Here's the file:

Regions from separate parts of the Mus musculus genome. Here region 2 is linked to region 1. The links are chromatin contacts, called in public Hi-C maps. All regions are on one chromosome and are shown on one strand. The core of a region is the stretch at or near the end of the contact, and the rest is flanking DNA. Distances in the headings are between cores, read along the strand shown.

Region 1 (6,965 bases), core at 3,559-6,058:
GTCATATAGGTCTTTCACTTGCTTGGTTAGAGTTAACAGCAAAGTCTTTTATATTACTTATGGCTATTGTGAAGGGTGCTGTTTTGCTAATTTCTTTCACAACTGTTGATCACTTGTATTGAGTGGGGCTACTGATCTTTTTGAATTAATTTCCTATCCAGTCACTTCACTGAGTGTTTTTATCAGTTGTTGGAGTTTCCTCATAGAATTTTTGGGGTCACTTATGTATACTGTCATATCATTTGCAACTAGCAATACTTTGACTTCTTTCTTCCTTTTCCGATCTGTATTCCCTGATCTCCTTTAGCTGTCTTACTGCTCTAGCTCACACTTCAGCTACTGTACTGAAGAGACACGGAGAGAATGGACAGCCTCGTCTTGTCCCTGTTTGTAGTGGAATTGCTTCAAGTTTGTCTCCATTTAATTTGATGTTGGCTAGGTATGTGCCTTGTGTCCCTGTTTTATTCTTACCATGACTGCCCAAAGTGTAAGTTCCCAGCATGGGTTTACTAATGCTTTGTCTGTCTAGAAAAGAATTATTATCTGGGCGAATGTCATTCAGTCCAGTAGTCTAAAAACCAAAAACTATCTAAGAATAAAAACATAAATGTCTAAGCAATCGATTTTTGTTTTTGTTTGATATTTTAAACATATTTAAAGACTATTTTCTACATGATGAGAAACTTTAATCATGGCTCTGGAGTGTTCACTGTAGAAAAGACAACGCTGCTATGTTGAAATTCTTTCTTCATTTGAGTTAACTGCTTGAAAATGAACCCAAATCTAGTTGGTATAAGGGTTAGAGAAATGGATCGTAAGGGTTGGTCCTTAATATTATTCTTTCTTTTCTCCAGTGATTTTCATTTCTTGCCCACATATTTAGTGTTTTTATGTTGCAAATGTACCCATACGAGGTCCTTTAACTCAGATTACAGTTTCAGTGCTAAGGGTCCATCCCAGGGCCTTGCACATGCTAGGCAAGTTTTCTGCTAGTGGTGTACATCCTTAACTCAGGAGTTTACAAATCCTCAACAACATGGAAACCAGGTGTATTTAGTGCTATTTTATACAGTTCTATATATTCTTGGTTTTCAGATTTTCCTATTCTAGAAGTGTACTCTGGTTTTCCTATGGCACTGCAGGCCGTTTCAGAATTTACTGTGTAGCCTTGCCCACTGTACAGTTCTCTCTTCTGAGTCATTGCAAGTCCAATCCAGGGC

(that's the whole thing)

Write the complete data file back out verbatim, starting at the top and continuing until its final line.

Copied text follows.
Regions from separate parts of the Mus musculus genome. Here region 2 is linked to region 1. The links are chromatin contacts, called in public Hi-C maps. All regions are on one chromosome and are shown on one strand. The core of a region is the stretch at or near the end of the contact, and the rest is flanking DNA. Distances in the headings are between cores, read along the strand shown.

Region 1 (6,965 bases), core at 3,559-6,058:
GTCATATAGGTCTTTCACTTGCTTGGTTAGAGTTAACAGCAAAGTCTTTTATATTACTTATGGCTATTGTGAAGGGTGCTGTTTTGCTAATTTCTTTCACAACTGTTGATCACTTGTATTGAGTGGGGCTACTGATCTTTTTGAATTAATTTCCTATCCAGTCACTTCACTGAGTGTTTTTATCAGTTGTTGGAGTTTCCTCATAGAATTTTTGGGGTCACTTATGTATACTGTCATATCATTTGCAACTAGCAATACTTTGACTTCTTTCTTCCTTTTCCGATCTGTATTCCCTGATCTCCTTTAGCTGTCTTACTGCTCTAGCTCACACTTCAGCTACTGTACTGAAGAGACACGGAGAGAATGGACAGCCTCGTCTTGTCCCTGTTTGTAGTGGAATTGCTTCAAGTTTGTCTCCATTTAATTTGATGTTGGCTAGGTATGTGCCTTGTGTCCCTGTTTTATTCTTACCATGACTGCCCAAAGTGTAAGTTCCCAGCATGGGTTTACTAATGCTTTGTCTGTCTAGAAAAGAATTATTATCTGGGCGAATGTCATTCAGTCCAGTAGTCTAAAAACCAAAAACTATCTAAGAATAAAAACATAAATGTCTAAGCAATCGATTTTTGTTTTTGTTTGATATTTTAAACATATTTAAAGACTATTTTCTACATGATGAGAAACTTTAATCATGGCTCTGGAGTGTTCACTGTAGAAAAGACAACGCTGCTATGTTGAAATTCTTTCTTCATTTGAGTTAACTGCTTGAAAATGAACCCAAATCTAGTTGGTATAAGGGTTAGAGAAATGGATCGTAAGGGTTGGTCCTTAATATTATTCTTTCTTTTCTCCAGTGATTTTCATTTCTTGCCCACATATTTAGTGTTTTTATGTTGCAAATGTACCCATACGAGGTCCTTTAACTCAGATTACAGTTTCAGTGCTAAGGGTCCATCCCAGGGCCTTGCACATGCTAGGCAAGTTTTCTGCTAGTGGTGTACATCCTTAACTCAGGAGTTTACAAATCCTCAACAACATGGAAACCAGGTGTATTTAGTGCTATTTTATACAGTTCTATATATTCTTGGTTTTCAGATTTTCCTATTCTAGAAGTGTACTCTGGTTTTCCTATGGCACTGCAGGCCGTTTCAGAATTTACTGTGTAGCCTTGCCCACTGTACAGTTCTCTCTTCTGAGTCATTGCAAGTCCAATCCAGGGC